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Global Economy

Fast internet everywhere in eight years

In the coming years, German households are to be supplied with fiber optic connections across the board and mobile communications are to be expanded to the fast 5G standard. This should succeed with the "gigabit strategy" decided by the Federal Cabinet in Berlin.

In a first step, half of all households should be able to book fiber optic connections by 2025. This should be possible across the board by 2030. "We want to catch up on the backlog of the past few years and by 2030 we want to enable fiber optic coverage everywhere where people live, work or travel," said Federal Digital Minister Volker Wissing. The expansion of mobile communications in the 5G standard should also be “everywhere at the highest level”.

In order to achieve this, numerous suggestions are formulated in the strategy paper, many of which, however, only have the character of recommendations, because responsibility often lies with the federal states or municipalities.

Fiber optic cables on wooden poles

For example, fiber optic expansion is to be accelerated by using simpler laying techniques. In some places, the lines are to be hung above ground on wooden poles in order to save time-consuming digging.

Before that, by the end of the year, it should be checked where the need for funding is greatest and where the expansion can also be implemented by the telecommunications companies themselves. "What is unthinkable is that closing white spots is left behind, because we need progress in the area of gigabit expansion everywhere," said Wissing. "And on the other hand, economic expansion must have priority – because we know here that we can make the fastest and most efficient progress."

Countries are being asked to simplify their approval procedures by the end of the year as well. For example, it is proposed that the approval procedures for mobile phone masts that are only temporarily installed in one place should be omitted.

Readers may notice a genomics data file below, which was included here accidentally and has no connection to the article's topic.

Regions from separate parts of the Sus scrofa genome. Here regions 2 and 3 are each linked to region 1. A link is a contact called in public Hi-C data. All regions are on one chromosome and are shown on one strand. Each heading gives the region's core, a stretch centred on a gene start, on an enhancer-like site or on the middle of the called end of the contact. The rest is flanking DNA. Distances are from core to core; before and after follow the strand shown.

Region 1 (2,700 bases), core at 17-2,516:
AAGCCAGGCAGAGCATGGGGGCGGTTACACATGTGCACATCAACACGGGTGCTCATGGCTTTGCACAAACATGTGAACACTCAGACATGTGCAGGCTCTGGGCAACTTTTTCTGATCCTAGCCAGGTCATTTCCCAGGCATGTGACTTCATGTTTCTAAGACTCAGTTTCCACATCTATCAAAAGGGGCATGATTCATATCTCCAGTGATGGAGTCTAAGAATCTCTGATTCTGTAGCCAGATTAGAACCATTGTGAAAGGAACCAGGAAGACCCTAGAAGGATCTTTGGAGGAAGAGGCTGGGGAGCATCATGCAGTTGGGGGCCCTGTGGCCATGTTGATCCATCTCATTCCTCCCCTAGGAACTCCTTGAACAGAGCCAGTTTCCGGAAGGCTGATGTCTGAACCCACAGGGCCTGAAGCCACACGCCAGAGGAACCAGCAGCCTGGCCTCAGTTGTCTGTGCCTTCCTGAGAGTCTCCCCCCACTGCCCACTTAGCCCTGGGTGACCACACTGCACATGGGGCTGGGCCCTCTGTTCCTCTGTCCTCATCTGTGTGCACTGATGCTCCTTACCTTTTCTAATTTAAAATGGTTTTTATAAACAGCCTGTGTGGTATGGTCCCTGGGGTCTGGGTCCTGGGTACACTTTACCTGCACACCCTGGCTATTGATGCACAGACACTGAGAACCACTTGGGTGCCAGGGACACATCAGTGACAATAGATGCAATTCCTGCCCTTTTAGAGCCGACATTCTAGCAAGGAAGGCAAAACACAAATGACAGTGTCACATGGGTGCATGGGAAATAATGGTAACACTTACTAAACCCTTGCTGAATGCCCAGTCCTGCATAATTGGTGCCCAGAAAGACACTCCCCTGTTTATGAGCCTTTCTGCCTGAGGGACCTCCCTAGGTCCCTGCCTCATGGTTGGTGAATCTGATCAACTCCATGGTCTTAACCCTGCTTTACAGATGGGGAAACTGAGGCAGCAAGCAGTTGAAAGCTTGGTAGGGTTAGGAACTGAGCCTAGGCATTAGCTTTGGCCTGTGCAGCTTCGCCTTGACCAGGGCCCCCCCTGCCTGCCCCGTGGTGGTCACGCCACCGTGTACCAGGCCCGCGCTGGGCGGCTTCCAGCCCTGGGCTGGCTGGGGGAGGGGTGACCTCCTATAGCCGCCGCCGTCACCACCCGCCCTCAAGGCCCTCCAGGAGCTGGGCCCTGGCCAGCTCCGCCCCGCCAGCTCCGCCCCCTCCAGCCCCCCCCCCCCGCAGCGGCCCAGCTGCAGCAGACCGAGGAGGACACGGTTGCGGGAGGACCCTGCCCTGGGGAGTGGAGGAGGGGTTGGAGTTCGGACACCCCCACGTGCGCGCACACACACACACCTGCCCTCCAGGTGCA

Economy criticizes "unstructured" approach

Criticism from business is primarily sparked by the planned funding policy for fiber optic expansion. At the end of the year, a threshold for funding projects will no longer apply: So far, fiber optic lines can only be laid with state money in areas with transmission speeds below 100 megabits per second. This restriction should be dropped, then funding projects would be possible in much larger areas.

To ensure that projects do not receive unregulated funding, for example in areas where only very few people live, a potential analysis should serve as a guide. However, it should not be a regulation – the countries responsible for the funding projects can also ignore it.

The telecommunications industry is not enthusiastic about this and fears that there could be too many funding projects and that the expansion would ultimately be slower and more expensive, for example because civil engineering companies are overburdened. Subsidized expansion takes two to three times as long as self-financing expansion, warns Stephan Albers from the Breko fiber optics association, for example. David Zimmer from the telecommunications association VATM reacted with disappointment and accused the federal government of an unstructured approach to fiber optic funding.

On the other hand, the Internet sector and industry welcomed the fact that approvals should be granted more quickly in the future.

According to the strategy paper, how the expansion is progressing should be discussed in a new committee: Representatives of the federal and state governments want to meet several times a year and check the progress.

With information from Leonie Schwarzer, ARD capital studio

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